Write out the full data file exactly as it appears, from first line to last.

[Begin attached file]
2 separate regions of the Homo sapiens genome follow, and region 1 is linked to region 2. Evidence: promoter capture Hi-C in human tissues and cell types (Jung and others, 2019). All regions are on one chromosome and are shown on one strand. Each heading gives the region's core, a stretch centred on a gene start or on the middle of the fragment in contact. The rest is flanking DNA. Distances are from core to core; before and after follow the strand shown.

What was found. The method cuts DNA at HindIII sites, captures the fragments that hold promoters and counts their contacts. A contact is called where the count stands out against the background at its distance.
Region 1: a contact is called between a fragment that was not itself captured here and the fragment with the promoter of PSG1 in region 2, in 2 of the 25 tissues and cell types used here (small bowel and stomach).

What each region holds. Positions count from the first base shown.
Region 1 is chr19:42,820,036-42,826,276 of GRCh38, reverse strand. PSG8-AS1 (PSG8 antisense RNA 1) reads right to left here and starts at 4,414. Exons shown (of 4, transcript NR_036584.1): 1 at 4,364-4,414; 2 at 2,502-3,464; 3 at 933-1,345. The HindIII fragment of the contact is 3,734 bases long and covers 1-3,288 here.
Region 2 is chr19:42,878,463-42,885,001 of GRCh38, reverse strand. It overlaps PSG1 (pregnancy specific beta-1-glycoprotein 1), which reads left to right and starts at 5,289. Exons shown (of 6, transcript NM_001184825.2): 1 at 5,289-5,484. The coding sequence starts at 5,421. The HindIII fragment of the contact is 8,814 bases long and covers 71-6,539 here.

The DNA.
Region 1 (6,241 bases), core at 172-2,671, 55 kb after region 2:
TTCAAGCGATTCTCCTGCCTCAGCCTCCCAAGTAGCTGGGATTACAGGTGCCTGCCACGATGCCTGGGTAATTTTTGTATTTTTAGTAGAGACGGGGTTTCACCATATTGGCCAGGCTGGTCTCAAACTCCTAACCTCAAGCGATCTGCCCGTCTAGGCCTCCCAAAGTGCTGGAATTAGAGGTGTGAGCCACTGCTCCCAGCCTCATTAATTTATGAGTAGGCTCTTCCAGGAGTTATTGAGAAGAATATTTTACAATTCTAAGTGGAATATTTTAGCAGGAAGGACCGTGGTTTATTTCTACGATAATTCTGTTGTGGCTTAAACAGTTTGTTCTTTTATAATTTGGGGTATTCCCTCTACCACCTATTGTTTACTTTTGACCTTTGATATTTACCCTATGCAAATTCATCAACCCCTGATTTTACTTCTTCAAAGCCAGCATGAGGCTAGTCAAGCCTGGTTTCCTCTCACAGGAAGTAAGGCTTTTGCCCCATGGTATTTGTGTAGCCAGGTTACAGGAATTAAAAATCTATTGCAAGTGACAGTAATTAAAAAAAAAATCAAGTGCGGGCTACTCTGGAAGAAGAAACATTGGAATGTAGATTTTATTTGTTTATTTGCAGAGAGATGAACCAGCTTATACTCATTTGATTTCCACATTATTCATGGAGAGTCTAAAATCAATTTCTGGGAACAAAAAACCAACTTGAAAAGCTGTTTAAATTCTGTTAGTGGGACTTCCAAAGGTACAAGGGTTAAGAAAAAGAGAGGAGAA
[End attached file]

2 separate regions of the Homo sapiens genome follow, and region 1 is linked to region 2. Evidence: promoter capture Hi-C in human tissues and cell types (Jung and others, 2019). All regions are on one chromosome and are shown on one strand. Each heading gives the region's core, a stretch centred on a gene start or on the middle of the fragment in contact. The rest is flanking DNA. Distances are from core to core; before and after follow the strand shown.

What was found. The method cuts DNA at HindIII sites, captures the fragments that hold promoters and counts their contacts. A contact is called where the count stands out against the background at its distance.
Region 1: a contact is called between a fragment that was not itself captured here and the fragment with the promoter of PSG1 in region 2, in 2 of the 25 tissues and cell types used here (small bowel and stomach).

What each region holds. Positions count from the first base shown.
Region 1 is chr19:42,820,036-42,826,276 of GRCh38, reverse strand. PSG8-AS1 (PSG8 antisense RNA 1) reads right to left here and starts at 4,414. Exons shown (of 4, transcript NR_036584.1): 1 at 4,364-4,414; 2 at 2,502-3,464; 3 at 933-1,345. The HindIII fragment of the contact is 3,734 bases long and covers 1-3,288 here.
Region 2 is chr19:42,878,463-42,885,001 of GRCh38, reverse strand. It overlaps PSG1 (pregnancy specific beta-1-glycoprotein 1), which reads left to right and starts at 5,289. Exons shown (of 6, transcript NM_001184825.2): 1 at 5,289-5,484. The coding sequence starts at 5,421. The HindIII fragment of the contact is 8,814 bases long and covers 71-6,539 here.

The DNA.
Region 1 (6,241 bases), core at 172-2,671, 55 kb after region 2:
TTCAAGCGATTCTCCTGCCTCAGCCTCCCAAGTAGCTGGGATTACAGGTGCCTGCCACGATGCCTGGGTAATTTTTGTATTTTTAGTAGAGACGGGGTTTCACCATATTGGCCAGGCTGGTCTCAAACTCCTAACCTCAAGCGATCTGCCCGTCTAGGCCTCCCAAAGTGCTGGAATTAGAGGTGTGAGCCACTGCTCCCAGCCTCATTAATTTATGAGTAGGCTCTTCCAGGAGTTATTGAGAAGAATATTTTACAATTCTAAGTGGAATATTTTAGCAGGAAGGACCGTGGTTTATTTCTACGATAATTCTGTTGTGGCTTAAACAGTTTGTTCTTTTATAATTTGGGGTATTCCCTCTACCACCTATTGTTTACTTTTGACCTTTGATATTTACCCTATGCAAATTCATCAACCCCTGATTTTACTTCTTCAAAGCCAGCATGAGGCTAGTCAAGCCTGGTTTCCTCTCACAGGAAGTAAGGCTTTTGCCCCATGGTATTTGTGTAGCCAGGTTACAGGAATTAAAAATCTATTGCAAGTGACAGTAATTAAAAAAAAAATCAAGTGCGGGCTACTCTGGAAGAAGAAACATTGGAATGTAGATTTTATTTGTTTATTTGCAGAGAGATGAACCAGCTTATACTCATTTGATTTCCACATTATTCATGGAGAGTCTAAAATCAATTTCTGGGAACAAAAAACCAACTTGAAAAGCTGTTTAAATTCTGTTAGTGGGACTTCCAAAGGTACAAGGGTTAAGAAAAAGAGAGGAGAA